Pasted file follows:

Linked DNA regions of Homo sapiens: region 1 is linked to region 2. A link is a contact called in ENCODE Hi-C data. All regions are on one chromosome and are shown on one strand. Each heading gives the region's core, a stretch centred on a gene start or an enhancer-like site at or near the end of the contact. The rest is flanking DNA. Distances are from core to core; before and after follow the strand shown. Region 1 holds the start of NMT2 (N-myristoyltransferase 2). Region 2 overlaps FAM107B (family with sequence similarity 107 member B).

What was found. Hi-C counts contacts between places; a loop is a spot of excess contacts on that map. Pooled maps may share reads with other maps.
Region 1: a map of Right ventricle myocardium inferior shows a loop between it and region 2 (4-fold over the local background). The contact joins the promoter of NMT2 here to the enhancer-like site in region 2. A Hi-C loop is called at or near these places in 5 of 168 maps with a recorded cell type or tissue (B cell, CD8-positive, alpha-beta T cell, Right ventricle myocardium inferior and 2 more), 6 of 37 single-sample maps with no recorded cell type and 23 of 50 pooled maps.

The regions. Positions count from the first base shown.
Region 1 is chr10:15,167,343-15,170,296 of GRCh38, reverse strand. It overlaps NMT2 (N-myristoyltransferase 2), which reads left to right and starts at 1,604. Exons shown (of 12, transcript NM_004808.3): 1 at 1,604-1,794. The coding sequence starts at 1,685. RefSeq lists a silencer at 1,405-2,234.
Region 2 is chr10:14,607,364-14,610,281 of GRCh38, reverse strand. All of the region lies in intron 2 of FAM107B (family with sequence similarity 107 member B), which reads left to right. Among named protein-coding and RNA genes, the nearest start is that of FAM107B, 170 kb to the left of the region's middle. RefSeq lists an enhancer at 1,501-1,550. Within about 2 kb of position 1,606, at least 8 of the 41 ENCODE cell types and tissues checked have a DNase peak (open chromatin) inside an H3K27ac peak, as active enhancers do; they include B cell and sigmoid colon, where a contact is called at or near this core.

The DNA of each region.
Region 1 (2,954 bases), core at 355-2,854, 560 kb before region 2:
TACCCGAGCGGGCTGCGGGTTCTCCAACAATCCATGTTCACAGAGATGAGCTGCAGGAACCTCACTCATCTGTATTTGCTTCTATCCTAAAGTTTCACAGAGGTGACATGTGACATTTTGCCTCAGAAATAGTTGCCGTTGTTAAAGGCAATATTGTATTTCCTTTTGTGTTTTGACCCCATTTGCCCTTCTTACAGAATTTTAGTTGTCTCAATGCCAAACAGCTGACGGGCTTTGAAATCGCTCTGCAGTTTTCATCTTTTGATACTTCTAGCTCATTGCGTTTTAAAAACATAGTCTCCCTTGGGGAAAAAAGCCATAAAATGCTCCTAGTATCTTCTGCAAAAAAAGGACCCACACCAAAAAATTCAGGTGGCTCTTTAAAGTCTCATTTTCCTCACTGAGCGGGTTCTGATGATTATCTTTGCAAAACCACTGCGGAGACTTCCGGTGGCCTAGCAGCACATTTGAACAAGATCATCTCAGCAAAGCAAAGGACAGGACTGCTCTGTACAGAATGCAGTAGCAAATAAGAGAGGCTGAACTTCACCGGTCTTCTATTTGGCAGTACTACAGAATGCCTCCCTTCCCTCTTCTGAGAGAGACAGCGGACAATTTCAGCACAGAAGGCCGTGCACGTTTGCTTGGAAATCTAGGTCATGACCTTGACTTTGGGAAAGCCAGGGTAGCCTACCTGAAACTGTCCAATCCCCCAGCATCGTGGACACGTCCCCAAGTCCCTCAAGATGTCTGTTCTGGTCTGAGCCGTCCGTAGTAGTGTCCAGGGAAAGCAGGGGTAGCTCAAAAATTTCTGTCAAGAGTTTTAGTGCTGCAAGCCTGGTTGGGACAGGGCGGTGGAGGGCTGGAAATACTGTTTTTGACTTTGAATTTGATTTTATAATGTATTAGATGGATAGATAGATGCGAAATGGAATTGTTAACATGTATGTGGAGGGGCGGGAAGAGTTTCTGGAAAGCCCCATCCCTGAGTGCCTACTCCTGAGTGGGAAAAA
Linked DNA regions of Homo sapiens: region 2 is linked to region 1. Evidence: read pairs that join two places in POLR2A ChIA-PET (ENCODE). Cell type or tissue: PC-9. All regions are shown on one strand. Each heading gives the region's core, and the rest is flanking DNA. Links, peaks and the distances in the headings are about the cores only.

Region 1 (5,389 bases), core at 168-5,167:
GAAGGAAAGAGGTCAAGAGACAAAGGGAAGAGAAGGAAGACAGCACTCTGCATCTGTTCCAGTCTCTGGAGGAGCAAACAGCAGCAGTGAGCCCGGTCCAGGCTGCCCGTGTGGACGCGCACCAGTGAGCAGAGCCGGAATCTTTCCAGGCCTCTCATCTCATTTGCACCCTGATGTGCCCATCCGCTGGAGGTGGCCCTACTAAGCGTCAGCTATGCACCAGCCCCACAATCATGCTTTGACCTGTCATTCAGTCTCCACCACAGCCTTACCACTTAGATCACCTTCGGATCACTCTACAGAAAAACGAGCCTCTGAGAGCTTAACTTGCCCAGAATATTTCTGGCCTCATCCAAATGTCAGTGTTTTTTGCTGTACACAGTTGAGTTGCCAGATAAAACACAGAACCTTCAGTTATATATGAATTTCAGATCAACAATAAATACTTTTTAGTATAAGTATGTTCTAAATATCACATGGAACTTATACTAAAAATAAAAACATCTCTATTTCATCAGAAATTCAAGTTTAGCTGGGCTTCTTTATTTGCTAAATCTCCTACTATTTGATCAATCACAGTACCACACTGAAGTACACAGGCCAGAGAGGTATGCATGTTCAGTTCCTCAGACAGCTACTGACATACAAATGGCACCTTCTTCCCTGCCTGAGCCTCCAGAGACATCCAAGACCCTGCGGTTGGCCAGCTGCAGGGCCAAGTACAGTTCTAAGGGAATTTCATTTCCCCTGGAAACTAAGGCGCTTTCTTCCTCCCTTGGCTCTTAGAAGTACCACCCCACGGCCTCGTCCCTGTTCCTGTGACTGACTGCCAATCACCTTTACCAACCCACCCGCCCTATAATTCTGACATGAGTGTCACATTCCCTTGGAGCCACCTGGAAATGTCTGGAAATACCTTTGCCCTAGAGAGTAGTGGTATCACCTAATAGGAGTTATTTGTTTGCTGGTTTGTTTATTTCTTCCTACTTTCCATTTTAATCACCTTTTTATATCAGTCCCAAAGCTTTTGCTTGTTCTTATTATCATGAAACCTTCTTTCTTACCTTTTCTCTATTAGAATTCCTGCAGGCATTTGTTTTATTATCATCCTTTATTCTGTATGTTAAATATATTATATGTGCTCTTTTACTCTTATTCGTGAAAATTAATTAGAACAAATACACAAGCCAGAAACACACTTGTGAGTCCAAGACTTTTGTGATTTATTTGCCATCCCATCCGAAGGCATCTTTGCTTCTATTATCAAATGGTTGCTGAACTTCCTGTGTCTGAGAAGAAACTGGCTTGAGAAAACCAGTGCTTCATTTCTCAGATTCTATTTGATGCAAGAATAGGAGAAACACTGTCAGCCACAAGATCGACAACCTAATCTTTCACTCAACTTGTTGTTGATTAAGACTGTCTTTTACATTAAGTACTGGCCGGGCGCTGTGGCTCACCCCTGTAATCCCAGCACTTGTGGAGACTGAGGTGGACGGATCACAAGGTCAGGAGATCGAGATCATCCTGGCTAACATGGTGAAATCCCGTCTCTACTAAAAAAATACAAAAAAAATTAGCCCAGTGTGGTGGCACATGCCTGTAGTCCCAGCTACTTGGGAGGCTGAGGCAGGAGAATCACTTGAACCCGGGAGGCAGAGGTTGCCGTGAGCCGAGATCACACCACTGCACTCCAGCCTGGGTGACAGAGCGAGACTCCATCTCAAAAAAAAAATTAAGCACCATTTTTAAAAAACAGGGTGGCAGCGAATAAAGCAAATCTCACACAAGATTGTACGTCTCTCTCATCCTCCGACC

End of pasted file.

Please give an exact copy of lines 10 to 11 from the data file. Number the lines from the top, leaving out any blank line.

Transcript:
Linked DNA regions of Homo sapiens: region 2 is linked to region 1. Evidence: read pairs that join two places in POLR2A ChIA-PET (ENCODE). Cell type or tissue: PC-9. All regions are shown on one strand. Each heading gives the region's core, and the rest is flanking DNA. Links, peaks and the distances in the headings are about the cores only.

Region 1 (5,389 bases), core at 168-5,167: